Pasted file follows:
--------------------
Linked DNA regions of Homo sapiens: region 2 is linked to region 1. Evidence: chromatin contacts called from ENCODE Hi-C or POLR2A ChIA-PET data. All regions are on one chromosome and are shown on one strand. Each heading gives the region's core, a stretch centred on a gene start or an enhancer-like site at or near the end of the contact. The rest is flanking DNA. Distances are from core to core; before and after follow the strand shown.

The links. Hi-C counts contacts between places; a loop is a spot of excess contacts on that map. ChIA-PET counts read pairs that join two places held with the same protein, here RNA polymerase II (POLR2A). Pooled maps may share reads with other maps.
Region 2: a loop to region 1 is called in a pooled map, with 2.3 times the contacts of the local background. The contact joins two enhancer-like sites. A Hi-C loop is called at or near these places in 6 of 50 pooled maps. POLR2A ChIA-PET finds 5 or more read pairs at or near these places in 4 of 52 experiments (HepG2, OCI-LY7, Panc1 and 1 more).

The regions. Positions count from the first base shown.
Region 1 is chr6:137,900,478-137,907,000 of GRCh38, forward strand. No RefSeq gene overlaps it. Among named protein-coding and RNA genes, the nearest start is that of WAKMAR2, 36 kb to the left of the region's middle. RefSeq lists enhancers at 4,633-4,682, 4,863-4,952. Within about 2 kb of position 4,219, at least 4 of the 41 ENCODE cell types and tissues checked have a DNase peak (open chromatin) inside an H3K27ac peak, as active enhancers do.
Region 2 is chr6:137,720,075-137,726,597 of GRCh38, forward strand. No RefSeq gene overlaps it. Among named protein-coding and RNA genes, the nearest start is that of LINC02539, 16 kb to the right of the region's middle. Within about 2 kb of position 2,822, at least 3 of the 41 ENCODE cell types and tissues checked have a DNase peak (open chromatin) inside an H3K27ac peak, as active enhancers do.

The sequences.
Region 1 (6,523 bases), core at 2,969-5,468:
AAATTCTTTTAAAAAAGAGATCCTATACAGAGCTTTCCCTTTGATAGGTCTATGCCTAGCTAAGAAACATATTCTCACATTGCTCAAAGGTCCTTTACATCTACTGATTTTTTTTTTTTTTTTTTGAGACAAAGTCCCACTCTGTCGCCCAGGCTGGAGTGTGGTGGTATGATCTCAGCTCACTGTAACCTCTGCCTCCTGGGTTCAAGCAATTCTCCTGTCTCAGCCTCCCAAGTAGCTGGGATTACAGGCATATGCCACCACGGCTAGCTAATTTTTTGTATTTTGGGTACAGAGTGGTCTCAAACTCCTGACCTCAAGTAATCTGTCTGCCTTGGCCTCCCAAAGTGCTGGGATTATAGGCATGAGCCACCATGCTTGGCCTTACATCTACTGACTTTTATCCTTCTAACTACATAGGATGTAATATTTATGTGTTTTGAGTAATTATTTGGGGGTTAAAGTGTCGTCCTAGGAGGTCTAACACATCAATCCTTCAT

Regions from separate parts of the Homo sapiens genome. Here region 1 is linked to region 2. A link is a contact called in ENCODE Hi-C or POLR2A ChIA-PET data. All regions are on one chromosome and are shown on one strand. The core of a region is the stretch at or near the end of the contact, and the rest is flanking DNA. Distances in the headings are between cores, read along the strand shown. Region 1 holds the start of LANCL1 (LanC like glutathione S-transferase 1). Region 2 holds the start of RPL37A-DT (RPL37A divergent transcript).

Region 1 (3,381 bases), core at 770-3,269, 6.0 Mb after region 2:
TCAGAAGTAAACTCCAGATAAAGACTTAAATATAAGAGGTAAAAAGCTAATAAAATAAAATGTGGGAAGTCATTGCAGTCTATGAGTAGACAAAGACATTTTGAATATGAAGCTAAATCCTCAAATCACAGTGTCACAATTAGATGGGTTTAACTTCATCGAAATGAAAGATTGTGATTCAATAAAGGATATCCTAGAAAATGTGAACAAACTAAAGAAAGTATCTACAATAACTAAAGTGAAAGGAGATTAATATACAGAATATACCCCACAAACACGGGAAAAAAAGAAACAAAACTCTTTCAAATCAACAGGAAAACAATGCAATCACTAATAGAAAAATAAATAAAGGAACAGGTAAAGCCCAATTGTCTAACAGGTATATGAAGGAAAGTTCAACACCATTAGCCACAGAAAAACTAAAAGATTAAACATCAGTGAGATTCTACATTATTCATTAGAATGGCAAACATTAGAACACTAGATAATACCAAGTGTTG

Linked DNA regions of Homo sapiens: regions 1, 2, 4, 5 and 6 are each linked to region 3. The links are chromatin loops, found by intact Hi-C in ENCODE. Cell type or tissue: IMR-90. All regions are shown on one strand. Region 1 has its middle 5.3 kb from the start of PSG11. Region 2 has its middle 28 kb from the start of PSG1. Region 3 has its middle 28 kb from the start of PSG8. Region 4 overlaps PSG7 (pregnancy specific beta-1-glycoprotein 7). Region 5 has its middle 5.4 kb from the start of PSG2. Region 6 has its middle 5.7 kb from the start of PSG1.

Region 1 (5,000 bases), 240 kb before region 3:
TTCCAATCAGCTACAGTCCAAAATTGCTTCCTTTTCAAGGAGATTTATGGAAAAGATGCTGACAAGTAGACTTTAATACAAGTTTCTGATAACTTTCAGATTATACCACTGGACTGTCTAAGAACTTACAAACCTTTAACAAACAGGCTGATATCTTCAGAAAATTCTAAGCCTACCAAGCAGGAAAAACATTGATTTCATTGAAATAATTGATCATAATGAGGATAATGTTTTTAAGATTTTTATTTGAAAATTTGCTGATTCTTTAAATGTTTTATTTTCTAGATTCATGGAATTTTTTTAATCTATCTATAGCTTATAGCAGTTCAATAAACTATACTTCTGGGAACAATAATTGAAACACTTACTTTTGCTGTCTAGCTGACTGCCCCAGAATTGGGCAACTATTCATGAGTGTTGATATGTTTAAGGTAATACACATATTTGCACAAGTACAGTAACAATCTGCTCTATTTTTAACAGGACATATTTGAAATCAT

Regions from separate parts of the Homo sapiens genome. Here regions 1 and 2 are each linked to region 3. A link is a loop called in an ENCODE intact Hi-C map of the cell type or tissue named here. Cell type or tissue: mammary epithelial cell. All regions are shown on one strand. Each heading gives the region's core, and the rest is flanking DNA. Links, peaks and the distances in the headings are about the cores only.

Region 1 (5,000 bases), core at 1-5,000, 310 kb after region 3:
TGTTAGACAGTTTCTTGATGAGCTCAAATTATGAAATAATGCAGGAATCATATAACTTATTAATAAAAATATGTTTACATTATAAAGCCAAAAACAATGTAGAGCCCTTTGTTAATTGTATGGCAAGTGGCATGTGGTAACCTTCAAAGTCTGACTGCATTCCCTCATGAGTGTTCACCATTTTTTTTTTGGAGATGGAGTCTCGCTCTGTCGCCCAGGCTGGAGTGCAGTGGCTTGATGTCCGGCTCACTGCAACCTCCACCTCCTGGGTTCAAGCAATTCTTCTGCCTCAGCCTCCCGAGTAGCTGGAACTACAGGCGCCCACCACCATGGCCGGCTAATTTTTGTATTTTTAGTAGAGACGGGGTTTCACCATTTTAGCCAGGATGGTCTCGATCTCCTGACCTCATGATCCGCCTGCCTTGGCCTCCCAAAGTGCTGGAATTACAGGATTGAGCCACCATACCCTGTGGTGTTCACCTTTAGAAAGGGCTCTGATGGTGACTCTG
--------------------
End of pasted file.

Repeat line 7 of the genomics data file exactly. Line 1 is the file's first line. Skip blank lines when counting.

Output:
The sequences.